I have a great best friend and she is a wonderful mother to three grown sons in their twenties who choose to live with her. Choose to!
Sue Carswell: My friend is Victoria Gotti who just wrote a memoir called, This Family of Mine: What It Was Like Growing Up Gotti. I've known "Vic" since 1995, when I was an editor at Pocket Books back when they refused to publish her first novel (ironically, fast-forward 14 years, they are her current publishers). It has always been interesting to be a close confidant to Victoria Gotti; sometimes I fill in mob terms that I am her capo, or her Sammy the Bull, as he was to her father, John Gotti -- but without all that backstabbing!
Wherever we go in public, perhaps because of her distinguished looks and that familiar chin with the dimple she shares with her father, people are amazed, or dumbfounded, to see they are looking at someone born of such mafia legend. Rao's restaurant is a particular mob and celebrity hangout in Manhattan and we have often dined there, bodyguards watching over her, regulars begging to pick up her dinner party bill. It was where her father once dined -- and I think the place brings her father's memories alive for her.
When I was Victoria's editor, years after we first met at Random House Inc., I often sent her father books to read in prison. He wrote me the most beautiful thank-you notes, and had the penmanship of Emily Post! When we would work our long hours on her book, Victoria amazed me by balancing making gravy (marinara and spaghetti) for her boys and other Italian traditions nightly, remembering to fill my glass full of wine, having dinner ready for her then mobster husband, all the while thinking out loud about the structure of her then novel, "I'll Be Watching You." Unlike what you saw perhaps on "Growing Up Gotti," her three sons, Carmine, John, and Frankie, are the nicest young men I have ever had the pleasure of meeting.
Carmine wants to be a musician and sounds like Justin Timberlake, John wants to be a lawyer (A Gotti in court? Yes, but this time on the other side), and Frank has dreams of being a chef and opening up several restaurants. Sunday dinners matter the most to Victoria. It's when Mrs. G. (Mrs. Gotti) comes over, as well as close friends, including sometimes me. Photographs of her now deceased father adorn her palatial home, dubbed by Victoria after her favorite book, "Tara in Old Westbury." At night, sometimes she worries about her boys because of her own health problems, and it's often that I receive a midnight phone call for a chat or a brainstorm session of creativity.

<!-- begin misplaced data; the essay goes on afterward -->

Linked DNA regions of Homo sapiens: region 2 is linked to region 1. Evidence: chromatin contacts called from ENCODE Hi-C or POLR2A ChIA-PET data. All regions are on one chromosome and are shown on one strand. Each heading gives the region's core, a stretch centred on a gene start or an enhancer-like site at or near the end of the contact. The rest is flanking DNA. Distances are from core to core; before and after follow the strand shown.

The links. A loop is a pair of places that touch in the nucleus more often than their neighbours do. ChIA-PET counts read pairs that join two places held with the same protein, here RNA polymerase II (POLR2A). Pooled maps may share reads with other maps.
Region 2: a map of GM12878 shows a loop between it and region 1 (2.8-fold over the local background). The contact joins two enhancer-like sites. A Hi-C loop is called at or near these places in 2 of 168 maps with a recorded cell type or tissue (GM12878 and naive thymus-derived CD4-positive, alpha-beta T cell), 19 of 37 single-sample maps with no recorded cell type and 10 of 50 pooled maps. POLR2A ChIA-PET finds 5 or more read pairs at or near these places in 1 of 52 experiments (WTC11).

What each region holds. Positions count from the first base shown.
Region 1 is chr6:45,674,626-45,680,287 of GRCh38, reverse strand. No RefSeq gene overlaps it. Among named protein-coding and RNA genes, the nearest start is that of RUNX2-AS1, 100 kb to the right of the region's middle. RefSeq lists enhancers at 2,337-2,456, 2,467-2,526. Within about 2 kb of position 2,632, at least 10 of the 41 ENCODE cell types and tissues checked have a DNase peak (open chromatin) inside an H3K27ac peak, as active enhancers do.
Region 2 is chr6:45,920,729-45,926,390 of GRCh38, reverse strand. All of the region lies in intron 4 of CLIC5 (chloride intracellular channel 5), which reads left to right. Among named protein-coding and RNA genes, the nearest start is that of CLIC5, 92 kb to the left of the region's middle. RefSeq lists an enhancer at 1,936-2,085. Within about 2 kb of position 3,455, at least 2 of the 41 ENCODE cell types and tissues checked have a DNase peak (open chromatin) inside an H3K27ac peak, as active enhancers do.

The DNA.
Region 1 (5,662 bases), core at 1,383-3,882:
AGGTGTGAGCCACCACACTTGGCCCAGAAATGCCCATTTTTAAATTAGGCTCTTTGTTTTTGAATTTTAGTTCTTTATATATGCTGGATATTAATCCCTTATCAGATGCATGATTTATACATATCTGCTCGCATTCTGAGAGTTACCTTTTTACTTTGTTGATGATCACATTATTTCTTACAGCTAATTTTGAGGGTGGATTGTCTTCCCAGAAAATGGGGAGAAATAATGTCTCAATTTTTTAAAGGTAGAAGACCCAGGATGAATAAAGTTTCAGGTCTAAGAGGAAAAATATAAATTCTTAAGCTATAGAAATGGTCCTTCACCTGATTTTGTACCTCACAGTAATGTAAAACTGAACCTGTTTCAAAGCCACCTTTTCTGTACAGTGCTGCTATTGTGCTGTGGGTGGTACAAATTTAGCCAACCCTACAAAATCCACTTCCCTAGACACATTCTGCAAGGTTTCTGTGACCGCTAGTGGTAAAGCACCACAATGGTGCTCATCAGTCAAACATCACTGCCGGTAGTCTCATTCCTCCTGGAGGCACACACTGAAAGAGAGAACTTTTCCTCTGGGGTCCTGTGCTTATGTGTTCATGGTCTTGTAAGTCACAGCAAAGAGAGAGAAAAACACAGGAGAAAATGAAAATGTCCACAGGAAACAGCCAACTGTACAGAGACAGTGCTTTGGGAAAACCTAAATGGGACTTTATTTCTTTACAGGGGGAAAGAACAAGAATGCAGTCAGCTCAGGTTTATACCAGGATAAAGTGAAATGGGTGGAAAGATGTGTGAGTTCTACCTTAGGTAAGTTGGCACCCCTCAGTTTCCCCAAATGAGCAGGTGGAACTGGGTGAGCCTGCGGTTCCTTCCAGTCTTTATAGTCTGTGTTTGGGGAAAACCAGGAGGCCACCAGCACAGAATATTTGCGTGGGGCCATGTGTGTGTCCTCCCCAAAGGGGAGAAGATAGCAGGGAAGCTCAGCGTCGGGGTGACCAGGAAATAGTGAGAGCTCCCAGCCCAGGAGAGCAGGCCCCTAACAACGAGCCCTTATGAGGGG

She doesn't fall asleep until early in the morning, as she is busy conceiving other ideas for books and enjoying reading her favorite authors, like Mary Higgins Clark and James Patterson. Victoria is a single mom. She is the wings beneath her sons, steering them on the right course. Perhaps there was a time when some thought (or maybe even still think) her children would go into the "family" business, but that is so far from the truth. Victoria Gotti has raised her boys into men -- gentle yet passionate men who will prosper the right way. One of Victoria's favorite songs is indeed the theme song from "The Godfather" ... "Speak softly, love, So no one hears us but the sky, The vows of love we make, Will live until we die..." I find these words true of the Victoria I know -- mother, sister, aunt, and daughter.
A truer friend -- in my life there is no other.
|Sue Carswell is a Vanity Fair reporter/researcher. She is a published author, former senior story editor for "Good Morning America," contributing launch editor for "O, The Oprah Magazine," former executive editor for Random House Inc, senior editor at Simon & Schuster, and former correspondent for People magazine.|